compressive
strength
to air void
content as calculated
gr avirnetrically from the unit weight of the
cylinders. All test conditions are included in this data. Fig. 14 shows
flexural strength data versus the air
content calculated
from the unit
weight of each beam specimen.
These mixtures are highly dependent on the void content.
Fig. 15 shows the relationship of
flexural strength to compressive
strength for this series and for other
fairly low strength regular concrete
data from the NAA-NRMeA
Joint
Research Laboratory.
The heavy
compaction data (black circles) appear to be more in line with previous laboratory
data, while the
light compaction (open circles) show
a higher flexural
strength
than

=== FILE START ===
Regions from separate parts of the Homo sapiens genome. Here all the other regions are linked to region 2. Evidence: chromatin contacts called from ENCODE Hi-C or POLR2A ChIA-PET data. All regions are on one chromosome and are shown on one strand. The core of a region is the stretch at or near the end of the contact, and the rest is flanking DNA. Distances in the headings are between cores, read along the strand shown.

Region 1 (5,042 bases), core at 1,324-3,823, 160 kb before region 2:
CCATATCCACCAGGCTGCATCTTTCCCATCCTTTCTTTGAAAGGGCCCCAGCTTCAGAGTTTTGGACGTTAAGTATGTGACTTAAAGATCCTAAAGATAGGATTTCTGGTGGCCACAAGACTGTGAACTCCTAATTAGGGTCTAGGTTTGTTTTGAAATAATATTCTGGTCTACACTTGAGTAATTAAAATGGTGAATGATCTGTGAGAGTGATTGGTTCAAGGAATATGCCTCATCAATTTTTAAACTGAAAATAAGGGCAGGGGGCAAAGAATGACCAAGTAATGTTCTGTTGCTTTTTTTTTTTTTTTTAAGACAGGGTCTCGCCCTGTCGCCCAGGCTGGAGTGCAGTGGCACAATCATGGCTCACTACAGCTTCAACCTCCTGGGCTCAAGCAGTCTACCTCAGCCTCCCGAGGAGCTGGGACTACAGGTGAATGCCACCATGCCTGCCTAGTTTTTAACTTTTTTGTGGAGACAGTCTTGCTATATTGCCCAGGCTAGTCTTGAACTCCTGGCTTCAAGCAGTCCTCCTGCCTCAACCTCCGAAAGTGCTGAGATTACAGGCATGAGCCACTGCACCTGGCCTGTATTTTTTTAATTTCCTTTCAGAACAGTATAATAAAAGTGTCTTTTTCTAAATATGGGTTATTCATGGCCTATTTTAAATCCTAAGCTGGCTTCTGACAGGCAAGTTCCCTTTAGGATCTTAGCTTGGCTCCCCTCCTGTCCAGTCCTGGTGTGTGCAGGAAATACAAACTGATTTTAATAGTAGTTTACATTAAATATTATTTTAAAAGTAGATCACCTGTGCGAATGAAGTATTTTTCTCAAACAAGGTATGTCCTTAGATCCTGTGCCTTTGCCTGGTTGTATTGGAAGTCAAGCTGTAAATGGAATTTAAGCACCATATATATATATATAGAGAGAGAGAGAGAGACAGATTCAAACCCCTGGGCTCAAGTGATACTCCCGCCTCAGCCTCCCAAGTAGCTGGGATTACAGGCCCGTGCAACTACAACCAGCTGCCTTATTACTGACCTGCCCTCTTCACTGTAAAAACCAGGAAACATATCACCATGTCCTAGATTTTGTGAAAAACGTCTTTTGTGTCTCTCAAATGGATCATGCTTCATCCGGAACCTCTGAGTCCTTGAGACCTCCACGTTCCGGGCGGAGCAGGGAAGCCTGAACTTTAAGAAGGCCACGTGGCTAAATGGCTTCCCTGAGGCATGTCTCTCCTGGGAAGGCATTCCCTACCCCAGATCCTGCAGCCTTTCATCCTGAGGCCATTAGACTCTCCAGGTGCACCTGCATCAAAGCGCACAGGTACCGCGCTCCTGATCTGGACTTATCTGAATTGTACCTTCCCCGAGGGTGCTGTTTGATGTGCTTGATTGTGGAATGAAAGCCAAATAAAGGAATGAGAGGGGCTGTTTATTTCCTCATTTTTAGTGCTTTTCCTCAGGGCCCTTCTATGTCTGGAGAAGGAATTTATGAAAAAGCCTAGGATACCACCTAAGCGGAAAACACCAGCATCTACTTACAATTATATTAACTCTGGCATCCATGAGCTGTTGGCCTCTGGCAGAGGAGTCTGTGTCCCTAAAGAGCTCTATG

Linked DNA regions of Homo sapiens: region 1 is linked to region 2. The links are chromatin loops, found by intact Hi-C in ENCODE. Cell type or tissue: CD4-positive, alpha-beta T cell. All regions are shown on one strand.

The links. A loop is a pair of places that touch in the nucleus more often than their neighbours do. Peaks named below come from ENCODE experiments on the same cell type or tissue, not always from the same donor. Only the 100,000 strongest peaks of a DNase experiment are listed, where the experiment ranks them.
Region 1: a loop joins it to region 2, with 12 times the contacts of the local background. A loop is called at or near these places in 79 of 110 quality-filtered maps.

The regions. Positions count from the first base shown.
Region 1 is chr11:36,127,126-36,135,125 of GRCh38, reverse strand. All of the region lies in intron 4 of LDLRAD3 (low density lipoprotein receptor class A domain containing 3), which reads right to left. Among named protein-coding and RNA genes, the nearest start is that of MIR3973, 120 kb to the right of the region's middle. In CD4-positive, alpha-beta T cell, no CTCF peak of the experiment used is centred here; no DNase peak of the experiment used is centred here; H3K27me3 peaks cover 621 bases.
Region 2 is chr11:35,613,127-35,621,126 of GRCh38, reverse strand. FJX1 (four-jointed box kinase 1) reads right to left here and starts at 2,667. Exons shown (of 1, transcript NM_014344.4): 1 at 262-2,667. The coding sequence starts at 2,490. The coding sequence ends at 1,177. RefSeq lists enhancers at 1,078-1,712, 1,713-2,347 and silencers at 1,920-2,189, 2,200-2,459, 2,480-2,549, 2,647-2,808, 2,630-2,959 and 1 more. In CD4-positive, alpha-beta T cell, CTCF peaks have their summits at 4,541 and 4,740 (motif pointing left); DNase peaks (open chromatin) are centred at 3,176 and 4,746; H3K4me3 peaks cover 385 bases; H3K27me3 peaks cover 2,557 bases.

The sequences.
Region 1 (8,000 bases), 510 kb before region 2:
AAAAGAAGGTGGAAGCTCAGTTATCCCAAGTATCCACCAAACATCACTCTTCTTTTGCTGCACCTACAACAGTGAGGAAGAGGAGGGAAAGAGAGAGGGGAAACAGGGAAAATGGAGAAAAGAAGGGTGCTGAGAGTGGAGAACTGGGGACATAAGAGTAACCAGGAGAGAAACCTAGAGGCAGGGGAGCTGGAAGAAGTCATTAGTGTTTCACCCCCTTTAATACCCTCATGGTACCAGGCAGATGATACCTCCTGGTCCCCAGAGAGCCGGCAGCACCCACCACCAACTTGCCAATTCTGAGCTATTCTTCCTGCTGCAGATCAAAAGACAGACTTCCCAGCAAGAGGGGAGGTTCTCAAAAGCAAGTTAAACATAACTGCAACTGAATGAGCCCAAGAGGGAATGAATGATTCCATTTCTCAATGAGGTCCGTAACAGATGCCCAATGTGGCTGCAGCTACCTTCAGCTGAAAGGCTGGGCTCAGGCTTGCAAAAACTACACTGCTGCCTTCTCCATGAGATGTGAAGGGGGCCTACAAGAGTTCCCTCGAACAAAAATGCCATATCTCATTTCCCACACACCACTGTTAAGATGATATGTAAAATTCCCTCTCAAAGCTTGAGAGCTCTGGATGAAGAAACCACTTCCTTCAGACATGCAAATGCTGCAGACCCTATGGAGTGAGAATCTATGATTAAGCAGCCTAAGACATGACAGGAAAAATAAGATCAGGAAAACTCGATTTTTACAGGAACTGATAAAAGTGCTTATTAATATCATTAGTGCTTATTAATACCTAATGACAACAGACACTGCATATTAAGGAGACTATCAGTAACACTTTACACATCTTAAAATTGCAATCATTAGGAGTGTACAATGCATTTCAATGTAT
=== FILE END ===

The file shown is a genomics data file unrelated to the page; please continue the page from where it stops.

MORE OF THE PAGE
might be expected for the corresponding
compressive
strength.
Sorne of the explanation
for this

25

700

D
D

600

Ul

a.

UJ

:i

o.

i
E-<
o

E-<

:z:
,:

400

E-<
Ul

400

E-<

~p

><
,:

300

,_:

rx..

. ..
. .
D

l'

e
e

,_:

Ul

... .. . ..
o

300

X
W
H
tLo

-:

200

200

10

15
AIR CONTENT,

100 ~----~----~----~----~----~----~
2000
3000
4000
1000
20
PERCENT

25

appears to be related to a difference


of about 2.5 percent air content of
the concrete as compacted in the
beam mold versus that in the cylinder mold using light compaction.
The air content was higher in the
cylinders than that in the beams,
probably due to the more confined
shape of the cylinders and greater
probability of friction and confinement in the center porion of a beam
moldo

Limited freezing and


thawing tests
Freezing and thawing specimens
(4 x 14 in. [102 x 356 mm] cylinders